Welcome to the July Progress Report . We’re kicking off the second half of the year here, and while summer months don’t often produce the year’s most gripping material, we do have a strong selection of varied styles for you to check out. Prog rock, thrash, modern prog metal, post-prog, it’s all here for your listening pleasure. Six albums worth checking out, six bands worth supporting. Take a read and click through to listen to these albums; hopefully one or more of them click with you.
Ratings are on a five star scale.
Big Big Train – Common Ground (English Electric)
Big Big Train’s 2019 album Grand Tour made our Best Progressive Albums chart that year – the only album of the bunch we didn’t review when it was released. So I was pretty excited to get promo for Common Ground, the English collective’s thirteenth album – thirty years into their career. Big Big Train consistently release top-notch progressive rock albums, and Common Ground is no exception.
Featuring lush production, fabulous musicianship, and expressive vocals, the only downside to Common Ground might be the subject matter. Like many albums coming out this year, the topic du jour is COVID. Lyrics about missing people and being isolated might sound dated in a few years, but the songs Big Big Train have crafted here more than make up for the themes. Once again, the band has shown us what a great progressive rock outfit can and should sound like. Common Ground is our pick of the month.
Bulb – Moderately Fast, Adequately Furious (3DOT)
Bulb was the online name used by Misha Mansoor, Periphery’s guitarist, prior to that band taking off. Mansoor released plenty of material under that name, and in fact re-released ten archives of Bulb material last summer. Moderately Fast, Adequately Furious is his first proper solo album, and features a wide variety of material both new and old.
Cute album title aside, Moderately Fast, Adequately Furious is a solid instrumental prog album loaded with variety and versatility. One song features vocals courtesy of Misha’s brother Axel. Beyond that we are given compelling tracks ranging from dextrous prog metal to groovy electronic pieces and everything in between. This is a solid showcase of Misha Mansoor’s skills, and something one doesn’t have to be a Periphery fan to appreciate.
Being a thrash fan since the ’80s, I love it when something labeled “progressive thrash” lands. Push things to the next level. That’s what Aussie quintet Innasanatorium aim to do on Odyssey Of The Mind, their debut album, and for the most part they succeed in stretching beyond the conventional.
Take out the completely superfluous intro and outro tracks (they’re even named as such, and don’t fit the album at all) and we are left with a tight, exciting, and compelling nine-song platter of predominantly excellent twisted thrash metal. Strong and dramatic vocal performances accent some stellar yet complex songs, particularly the two-part title track. All told, Odyssey Of The Mind is a great debut from an exciting new band.
Mountain Caller – Chronicle: Prologue (New Heavy Sounds)
We reviewed Mountain Caller’s debut album late last year, and came away impressed. The London trio return with a three-song EP, Chronicle: Prologue. It precedes the concept of last year’s debut album, and in fact was recorded at the same time. So this means that the style and production remains consistent – and consistently strong.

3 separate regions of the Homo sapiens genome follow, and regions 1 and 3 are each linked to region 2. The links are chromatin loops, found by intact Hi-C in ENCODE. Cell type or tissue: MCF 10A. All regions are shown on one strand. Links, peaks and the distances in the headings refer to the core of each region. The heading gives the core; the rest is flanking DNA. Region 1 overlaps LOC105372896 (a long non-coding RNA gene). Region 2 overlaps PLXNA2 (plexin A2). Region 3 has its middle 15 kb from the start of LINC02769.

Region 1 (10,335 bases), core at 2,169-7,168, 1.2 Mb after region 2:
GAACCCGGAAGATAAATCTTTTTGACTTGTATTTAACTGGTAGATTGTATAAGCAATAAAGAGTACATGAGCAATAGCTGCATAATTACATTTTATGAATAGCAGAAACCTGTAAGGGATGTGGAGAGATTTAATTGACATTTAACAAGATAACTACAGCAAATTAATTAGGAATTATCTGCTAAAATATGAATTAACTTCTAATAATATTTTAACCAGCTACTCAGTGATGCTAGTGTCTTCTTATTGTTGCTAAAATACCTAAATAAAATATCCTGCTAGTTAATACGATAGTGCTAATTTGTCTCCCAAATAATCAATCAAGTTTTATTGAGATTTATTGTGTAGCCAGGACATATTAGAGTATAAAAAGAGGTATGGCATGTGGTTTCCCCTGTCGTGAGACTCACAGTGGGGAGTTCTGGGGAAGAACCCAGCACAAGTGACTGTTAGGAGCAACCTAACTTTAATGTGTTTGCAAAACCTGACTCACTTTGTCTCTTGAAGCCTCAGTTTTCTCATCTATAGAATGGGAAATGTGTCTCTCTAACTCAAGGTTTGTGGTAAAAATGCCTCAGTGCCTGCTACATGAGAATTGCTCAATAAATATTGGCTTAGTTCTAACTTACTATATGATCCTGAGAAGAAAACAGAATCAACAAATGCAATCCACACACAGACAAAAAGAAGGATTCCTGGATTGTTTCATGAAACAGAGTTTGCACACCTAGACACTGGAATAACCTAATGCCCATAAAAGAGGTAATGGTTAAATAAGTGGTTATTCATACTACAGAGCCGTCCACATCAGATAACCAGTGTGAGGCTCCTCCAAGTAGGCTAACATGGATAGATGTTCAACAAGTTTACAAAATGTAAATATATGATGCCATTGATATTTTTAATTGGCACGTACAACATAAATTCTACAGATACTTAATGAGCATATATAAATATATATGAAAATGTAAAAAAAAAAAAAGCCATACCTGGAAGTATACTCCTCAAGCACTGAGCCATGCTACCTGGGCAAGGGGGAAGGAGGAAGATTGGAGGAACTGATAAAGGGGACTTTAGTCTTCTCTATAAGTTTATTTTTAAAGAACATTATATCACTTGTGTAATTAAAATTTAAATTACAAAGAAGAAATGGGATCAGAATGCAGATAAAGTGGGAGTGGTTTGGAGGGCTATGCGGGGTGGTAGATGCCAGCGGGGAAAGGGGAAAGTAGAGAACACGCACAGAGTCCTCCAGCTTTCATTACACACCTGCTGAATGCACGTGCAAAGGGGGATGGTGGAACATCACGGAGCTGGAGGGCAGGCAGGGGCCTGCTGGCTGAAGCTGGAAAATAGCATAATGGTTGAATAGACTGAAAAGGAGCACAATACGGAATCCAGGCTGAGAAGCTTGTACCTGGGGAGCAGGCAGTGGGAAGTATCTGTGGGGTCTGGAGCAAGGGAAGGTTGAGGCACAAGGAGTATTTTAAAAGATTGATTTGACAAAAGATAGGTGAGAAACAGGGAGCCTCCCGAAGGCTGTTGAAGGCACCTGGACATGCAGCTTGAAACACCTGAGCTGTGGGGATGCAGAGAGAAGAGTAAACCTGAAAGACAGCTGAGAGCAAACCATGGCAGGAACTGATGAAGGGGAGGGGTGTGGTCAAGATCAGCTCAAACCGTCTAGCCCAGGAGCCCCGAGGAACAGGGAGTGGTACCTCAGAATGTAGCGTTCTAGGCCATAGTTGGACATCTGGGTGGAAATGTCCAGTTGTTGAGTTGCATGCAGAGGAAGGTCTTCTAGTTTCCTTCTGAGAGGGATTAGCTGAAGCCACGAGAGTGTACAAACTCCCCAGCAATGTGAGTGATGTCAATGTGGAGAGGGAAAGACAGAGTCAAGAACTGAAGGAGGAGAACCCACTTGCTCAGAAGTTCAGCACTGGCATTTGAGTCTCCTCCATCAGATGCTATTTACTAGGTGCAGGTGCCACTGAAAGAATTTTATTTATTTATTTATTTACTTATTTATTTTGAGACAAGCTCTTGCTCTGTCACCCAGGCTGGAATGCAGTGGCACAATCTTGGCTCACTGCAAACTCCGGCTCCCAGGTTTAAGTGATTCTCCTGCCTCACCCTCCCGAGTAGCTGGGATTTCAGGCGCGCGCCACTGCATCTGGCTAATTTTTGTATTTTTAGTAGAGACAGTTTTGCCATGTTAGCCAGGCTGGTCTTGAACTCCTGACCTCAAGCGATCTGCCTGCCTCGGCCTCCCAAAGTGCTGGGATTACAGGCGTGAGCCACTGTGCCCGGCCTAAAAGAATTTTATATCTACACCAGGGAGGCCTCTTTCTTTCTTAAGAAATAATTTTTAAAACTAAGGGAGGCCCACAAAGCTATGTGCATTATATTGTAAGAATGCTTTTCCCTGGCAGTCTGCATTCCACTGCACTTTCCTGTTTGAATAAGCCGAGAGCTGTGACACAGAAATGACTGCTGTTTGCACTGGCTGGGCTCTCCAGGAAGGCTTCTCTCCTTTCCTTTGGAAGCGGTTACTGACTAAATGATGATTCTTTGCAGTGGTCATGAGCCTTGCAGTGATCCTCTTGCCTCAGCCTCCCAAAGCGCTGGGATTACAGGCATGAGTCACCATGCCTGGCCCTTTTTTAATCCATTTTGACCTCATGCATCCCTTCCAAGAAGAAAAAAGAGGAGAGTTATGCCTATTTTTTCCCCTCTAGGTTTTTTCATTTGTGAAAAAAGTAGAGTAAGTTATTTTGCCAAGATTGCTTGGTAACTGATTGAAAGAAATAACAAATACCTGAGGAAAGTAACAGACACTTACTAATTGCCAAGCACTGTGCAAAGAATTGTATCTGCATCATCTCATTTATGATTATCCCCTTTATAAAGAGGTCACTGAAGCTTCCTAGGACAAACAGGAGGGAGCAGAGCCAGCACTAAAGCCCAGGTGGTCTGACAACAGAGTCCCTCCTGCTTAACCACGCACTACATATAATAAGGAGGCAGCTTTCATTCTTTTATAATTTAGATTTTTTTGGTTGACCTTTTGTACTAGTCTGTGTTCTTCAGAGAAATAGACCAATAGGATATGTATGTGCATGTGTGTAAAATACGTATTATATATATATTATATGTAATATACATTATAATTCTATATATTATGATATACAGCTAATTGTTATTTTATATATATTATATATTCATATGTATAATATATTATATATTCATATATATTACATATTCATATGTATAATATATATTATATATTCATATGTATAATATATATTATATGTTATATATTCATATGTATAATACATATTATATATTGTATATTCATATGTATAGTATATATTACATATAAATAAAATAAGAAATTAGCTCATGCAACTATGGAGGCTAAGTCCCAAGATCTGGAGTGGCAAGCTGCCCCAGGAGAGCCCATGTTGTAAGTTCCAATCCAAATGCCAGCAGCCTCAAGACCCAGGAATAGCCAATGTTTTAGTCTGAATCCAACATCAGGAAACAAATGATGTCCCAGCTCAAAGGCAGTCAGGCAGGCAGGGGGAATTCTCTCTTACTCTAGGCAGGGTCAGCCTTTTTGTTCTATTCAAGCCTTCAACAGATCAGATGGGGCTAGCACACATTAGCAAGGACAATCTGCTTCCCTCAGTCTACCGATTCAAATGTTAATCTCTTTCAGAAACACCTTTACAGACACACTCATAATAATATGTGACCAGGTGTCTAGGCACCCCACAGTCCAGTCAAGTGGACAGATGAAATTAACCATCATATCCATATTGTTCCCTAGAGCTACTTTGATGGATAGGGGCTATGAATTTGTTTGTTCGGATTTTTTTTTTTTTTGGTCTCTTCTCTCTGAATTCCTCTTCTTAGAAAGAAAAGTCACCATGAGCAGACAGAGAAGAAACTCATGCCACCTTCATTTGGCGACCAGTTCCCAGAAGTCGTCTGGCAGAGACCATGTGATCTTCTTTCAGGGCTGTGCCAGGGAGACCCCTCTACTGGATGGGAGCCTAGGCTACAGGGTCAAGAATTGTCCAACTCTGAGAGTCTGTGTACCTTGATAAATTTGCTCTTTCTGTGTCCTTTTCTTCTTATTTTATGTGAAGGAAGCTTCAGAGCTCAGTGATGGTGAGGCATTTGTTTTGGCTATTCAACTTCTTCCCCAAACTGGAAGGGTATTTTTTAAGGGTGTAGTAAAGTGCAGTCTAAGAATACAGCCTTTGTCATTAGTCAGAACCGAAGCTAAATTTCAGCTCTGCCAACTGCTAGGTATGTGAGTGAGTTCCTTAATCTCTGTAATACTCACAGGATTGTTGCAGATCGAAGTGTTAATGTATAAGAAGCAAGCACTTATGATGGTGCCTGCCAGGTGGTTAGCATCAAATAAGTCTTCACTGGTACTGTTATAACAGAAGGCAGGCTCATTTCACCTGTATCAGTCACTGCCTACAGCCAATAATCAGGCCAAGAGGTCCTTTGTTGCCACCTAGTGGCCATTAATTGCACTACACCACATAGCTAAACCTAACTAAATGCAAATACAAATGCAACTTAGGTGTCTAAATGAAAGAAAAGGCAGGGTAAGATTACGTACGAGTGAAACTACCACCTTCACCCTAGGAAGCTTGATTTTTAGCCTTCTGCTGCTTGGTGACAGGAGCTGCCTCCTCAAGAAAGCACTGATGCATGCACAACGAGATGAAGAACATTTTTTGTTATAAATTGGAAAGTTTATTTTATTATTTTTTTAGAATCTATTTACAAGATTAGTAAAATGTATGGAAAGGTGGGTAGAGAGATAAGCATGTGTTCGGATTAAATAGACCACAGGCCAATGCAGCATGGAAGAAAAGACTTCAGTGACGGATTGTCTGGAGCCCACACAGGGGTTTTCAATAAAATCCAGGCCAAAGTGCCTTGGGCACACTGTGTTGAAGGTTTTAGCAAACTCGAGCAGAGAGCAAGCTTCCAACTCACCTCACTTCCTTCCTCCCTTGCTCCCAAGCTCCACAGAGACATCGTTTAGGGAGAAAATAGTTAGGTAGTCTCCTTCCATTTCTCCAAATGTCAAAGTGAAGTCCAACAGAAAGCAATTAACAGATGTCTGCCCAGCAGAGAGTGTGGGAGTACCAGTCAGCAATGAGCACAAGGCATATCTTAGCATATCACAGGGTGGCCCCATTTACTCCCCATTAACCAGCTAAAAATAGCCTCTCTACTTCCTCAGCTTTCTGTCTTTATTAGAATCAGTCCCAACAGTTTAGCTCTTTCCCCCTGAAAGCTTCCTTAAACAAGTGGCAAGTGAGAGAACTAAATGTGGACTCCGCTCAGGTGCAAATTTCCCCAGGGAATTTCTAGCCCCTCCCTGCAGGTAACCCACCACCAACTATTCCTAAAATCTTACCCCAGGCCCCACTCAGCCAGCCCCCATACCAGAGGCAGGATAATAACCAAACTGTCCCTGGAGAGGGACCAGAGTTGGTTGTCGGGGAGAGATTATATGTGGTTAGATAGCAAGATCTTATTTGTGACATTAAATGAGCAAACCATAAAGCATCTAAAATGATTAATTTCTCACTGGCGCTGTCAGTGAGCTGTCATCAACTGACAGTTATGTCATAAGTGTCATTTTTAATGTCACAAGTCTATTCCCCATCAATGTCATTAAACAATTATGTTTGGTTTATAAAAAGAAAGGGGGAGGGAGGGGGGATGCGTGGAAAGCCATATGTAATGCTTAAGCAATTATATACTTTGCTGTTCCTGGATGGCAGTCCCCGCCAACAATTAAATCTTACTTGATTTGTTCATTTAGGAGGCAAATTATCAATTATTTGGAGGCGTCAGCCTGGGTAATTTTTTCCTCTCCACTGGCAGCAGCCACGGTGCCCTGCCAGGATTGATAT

Like the debut, Chronicle: Prologue features a band that has great breadth and dynamics in their sound and style, from heavy riffs to delicate ambiance and everything in between. Earlier references to Elder and Pelican remain in play, while moments in “Beyond this Black Horizon” and “Stripped of All but Purpose” display some heavier, more metallic moments, the latter in particular being a very strong cut. With this EP, Mountain Caller ensure they won’t be forgotten while we wait for their next album.
postcards from new zealand – city islands (Mandrone)
The amazingly prodigious postcards from new zealand (a band that eschews capital letters) are here with their 21st album in 13 years. That is a ton of songwriting. This anonymous collective composes what they refer to as post-apocalyptic dreamcore. What that means is the listener has to be in a certain headspace to enjoy this – patience is necessary.
Taken one song at a time, city islands has some mesmerizing music. Taken as an entire album, though, the final song really sums it up: “it just kept coming.” Aside from that stunningly menacing final track, the rest of city islands ultimately blends into the background – but again, if one is in the mood for a methodical, at times hypnotizing journey, postcards from new zealand might be just the thing.
Sleep Moscow – Of The Sun (Majestic Mountain)
Swedish trio Sleep Moscow are an atmospheric, cinematic progressive rock band. Of The Sun is their debut, a concept album about a cosmonaut’s unending journey. Fronted by current Green Leaf vocalist Arvid Hällagård and rounded out instrumentally by Petter Kindström and Eric Nilsson, the band plays a very moody and oddly alluring brand of dark prog rock.
Of The Sun just might be the most polarizing album in our column this month. Is it introspective, pretentious, grandiose, all of that, or something else? One thing’s for sure, it’s a charismatic album, and difficult to shut off once it’s playing. Full of morose vocals and poignant instrumental arrangements that manage to be sparse and textured at the same time, the album truly does tell a gripping tale. Sleep Moscow show they are a band to watch out for.